useful, but modern electronic methods should be able to take care of most
of it. We may ask writers for a little help later.
4-4 Then What? - The
300+ Project will be finished when everything from the Writing Phase has
been published. Both the Writing Phase and the Documentation Phase will
end when final submittals have been received for all modules, but
cooperation with follow-on efforts would be helpful.
Staff joins in wishing you Happy Writing!
Associate Editor, Iverne Rinehart
How to Take Part in
the Advisory Council - Anyone interested in the Writing Phase of the 300+ Project,
especially everyone with an active role, is encouraged to participate in
the Advisory Council. To register, all you need is your name and email
to the Google home page http://www.google.com
, click on "Groups". Then click on "New users: Join"
to register and set your own password. Our forum is called the
"Corson 300+ Project Advisory Council". You will receive new
messages as they are posted unless you select one of the other options
available to you.
Using Input Data
Files - Data files created
during the Data Phase are available to module writers and contain a wealth
of valuable and quite usable information. We strongly urge writers to take
advantage of them and the information they contain. It isn’t feasible
for each writer to buy and use all the proprietary software that has been
used, but there are other options. Explore the options with your Contact
- Every fact that ends up in a
family history module had to come from someone, somewhere. Documentation
is simply a record of where the facts came from. We encourage participants
to seek information from many sources. Having found the facts, however,
too often we fail to keep a record of where they can be found again, or
which ones seem most reliable. Research and documentation need to go
hand-in-hand all the way. One way is to keep copies of the sources,
which we encourage.
Publication Phase -
Publication is the final goal of
the 300+ Project and all the materials developed during the Writing Phase.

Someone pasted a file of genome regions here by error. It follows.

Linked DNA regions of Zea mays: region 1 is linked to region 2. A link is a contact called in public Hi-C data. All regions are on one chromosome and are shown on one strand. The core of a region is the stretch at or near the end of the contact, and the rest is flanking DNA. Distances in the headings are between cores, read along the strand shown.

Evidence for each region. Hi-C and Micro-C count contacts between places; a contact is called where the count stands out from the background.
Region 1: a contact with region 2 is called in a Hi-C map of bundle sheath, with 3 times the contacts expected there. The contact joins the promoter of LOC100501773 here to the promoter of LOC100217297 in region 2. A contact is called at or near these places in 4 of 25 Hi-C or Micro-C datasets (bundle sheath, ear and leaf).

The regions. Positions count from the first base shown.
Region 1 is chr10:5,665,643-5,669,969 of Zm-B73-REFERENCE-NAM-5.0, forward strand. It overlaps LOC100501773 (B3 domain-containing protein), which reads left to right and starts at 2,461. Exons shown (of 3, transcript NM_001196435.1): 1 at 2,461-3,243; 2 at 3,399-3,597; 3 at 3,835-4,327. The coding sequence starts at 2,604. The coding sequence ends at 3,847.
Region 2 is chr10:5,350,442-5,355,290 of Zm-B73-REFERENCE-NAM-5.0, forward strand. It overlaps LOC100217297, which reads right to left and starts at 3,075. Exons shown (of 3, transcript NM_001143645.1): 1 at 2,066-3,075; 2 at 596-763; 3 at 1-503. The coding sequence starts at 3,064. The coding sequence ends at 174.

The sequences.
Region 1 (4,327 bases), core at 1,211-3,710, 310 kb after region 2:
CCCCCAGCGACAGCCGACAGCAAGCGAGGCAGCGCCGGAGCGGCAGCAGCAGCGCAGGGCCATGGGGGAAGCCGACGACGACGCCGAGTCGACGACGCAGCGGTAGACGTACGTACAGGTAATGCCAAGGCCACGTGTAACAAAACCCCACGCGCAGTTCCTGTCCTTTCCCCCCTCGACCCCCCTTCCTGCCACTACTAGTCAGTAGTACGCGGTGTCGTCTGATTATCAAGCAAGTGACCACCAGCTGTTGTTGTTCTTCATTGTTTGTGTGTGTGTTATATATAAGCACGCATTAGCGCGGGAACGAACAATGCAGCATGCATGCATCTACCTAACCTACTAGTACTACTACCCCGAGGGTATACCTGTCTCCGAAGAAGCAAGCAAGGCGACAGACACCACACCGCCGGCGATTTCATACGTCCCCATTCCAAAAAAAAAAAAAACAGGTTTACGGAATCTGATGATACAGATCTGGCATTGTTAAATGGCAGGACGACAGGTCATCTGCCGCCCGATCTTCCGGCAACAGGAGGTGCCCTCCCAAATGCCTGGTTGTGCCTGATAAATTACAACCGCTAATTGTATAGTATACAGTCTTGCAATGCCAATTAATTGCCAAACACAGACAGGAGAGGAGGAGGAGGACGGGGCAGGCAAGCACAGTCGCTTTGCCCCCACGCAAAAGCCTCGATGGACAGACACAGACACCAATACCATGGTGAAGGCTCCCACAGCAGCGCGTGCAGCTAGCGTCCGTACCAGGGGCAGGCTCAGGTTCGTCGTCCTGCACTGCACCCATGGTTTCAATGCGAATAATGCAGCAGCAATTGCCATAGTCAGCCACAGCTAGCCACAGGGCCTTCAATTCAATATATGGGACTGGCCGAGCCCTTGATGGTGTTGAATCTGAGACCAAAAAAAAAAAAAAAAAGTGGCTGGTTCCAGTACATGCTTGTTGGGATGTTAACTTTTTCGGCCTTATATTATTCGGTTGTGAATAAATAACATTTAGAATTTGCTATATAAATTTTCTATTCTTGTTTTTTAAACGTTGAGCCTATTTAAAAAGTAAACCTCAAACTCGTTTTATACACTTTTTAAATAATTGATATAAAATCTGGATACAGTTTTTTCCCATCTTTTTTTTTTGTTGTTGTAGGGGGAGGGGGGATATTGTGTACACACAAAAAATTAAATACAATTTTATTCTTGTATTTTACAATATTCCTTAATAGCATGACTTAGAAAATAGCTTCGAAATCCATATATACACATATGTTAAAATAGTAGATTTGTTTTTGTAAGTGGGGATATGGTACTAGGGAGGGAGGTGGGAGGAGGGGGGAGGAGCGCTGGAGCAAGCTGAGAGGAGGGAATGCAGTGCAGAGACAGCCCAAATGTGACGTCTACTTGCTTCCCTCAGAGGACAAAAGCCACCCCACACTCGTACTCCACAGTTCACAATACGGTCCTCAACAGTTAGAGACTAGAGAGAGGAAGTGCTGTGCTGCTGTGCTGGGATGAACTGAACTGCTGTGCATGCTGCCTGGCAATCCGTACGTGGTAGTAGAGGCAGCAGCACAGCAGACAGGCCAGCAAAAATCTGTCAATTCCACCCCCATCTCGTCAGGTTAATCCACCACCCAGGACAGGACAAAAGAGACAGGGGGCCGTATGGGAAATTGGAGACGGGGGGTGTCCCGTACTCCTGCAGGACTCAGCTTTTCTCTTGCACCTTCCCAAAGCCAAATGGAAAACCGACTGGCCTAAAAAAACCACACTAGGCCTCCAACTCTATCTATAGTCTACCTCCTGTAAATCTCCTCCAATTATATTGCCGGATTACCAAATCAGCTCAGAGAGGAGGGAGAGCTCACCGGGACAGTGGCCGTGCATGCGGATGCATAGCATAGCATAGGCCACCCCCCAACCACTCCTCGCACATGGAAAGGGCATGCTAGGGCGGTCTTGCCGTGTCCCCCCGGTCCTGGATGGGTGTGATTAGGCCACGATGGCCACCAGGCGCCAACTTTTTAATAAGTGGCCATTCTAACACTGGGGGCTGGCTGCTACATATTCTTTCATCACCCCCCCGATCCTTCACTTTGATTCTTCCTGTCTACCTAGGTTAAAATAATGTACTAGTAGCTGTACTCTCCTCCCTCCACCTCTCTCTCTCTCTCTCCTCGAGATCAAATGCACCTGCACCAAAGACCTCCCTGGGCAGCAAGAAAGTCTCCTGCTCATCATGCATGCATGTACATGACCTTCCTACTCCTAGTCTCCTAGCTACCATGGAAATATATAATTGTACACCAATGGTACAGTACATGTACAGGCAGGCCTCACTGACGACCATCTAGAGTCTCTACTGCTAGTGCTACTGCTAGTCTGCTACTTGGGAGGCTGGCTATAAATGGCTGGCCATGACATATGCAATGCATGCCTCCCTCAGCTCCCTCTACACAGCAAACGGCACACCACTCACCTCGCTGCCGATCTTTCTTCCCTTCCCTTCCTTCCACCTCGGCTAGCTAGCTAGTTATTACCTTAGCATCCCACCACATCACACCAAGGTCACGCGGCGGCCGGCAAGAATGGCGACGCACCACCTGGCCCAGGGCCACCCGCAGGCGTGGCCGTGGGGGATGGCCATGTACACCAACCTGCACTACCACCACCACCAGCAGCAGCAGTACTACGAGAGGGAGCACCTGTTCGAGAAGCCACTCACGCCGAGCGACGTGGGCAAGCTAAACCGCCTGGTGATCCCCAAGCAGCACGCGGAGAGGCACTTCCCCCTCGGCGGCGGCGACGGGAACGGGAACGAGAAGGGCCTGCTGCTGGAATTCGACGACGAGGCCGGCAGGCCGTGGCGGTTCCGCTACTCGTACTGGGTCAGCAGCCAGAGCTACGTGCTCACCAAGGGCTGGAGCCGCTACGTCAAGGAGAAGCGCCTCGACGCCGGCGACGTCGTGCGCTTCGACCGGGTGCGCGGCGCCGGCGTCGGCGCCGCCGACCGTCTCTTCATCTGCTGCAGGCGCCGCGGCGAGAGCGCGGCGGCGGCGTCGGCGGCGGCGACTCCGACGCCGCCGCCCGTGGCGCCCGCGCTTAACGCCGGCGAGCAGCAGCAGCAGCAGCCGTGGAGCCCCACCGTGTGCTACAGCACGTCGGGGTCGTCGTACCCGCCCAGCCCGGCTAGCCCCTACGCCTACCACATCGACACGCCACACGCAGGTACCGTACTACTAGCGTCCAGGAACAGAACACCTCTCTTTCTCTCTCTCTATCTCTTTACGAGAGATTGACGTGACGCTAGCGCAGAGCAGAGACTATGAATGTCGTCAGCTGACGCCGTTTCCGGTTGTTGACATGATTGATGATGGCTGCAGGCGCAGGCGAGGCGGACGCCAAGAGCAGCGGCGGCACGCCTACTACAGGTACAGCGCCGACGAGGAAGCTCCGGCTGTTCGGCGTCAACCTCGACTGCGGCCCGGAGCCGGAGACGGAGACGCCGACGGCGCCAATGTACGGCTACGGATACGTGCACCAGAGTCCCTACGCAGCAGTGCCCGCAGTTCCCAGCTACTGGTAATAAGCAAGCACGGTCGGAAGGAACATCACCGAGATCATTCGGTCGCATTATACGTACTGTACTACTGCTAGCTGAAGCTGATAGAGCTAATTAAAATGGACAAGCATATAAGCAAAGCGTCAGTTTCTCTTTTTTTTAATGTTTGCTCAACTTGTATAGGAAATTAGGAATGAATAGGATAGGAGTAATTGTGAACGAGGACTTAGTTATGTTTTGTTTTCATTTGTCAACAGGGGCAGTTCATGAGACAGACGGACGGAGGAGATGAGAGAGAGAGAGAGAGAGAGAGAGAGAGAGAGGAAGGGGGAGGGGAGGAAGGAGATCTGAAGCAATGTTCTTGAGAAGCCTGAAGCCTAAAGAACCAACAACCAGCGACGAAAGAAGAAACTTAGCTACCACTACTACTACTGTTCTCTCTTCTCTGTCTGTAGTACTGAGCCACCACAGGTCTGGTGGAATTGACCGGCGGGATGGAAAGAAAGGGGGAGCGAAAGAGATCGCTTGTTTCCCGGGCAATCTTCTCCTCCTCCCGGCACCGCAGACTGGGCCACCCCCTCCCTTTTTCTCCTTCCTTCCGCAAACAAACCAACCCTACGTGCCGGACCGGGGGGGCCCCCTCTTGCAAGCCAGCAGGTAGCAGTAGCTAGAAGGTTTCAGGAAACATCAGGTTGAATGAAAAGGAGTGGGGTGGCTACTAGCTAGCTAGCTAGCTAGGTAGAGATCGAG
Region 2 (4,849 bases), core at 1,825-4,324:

Many details about publication remain to be decided later when a
Publication Production Manager will help with the decisions and put them
into practice. We hope our progress during the Writing Phase will make it
possible for the Publication Production Manager to be working in 2006 or
- The 300+ Project is a new
beginning, but not the end. The massive effort of catching up on 70 years
of family growth and “lost” families is not likely to be repeated
soon. But times are changing. Once we have captured all of the new 300+
publication in digital form, it becomes a relatively easy task to update a
module and release it for republication on CD. It’s important therefore
to capture as much as we can. It’s not a mandate for writers, but they
will be the best informed and we hope they will care enough to continue
with the Conservation Phase for a little while after the Writing Phase is
Asking for Expense
Reimbursements - Module Writers
and others who are working on the 300+ Project are likely to find
themselves paying for a few things like photocopies, postage, computer
disks, and disk mailers. Some participants may choose to cover the costs
themselves; as a way to help the 300+ Project. Those participants who
prefer to be reimbursed need to follow the procedures provided for expense
Additional Special Guidelines may be issued later as needed.
Assignments for the
Writing Phase must be coordinated in advance with the editorial staff.
A full set of the General
Guidelines will be supplied to each participant.
Site maintained by Michael Corson (CCFHA Member M-297). Please report any errors, comments, or suggestions to
The CCFHA web site originally created by Jeff Owens (CCFHA Member M-260).
This page updated 03 Dec 2011
©Copyrights reserved by Corson / Colson Family History Association.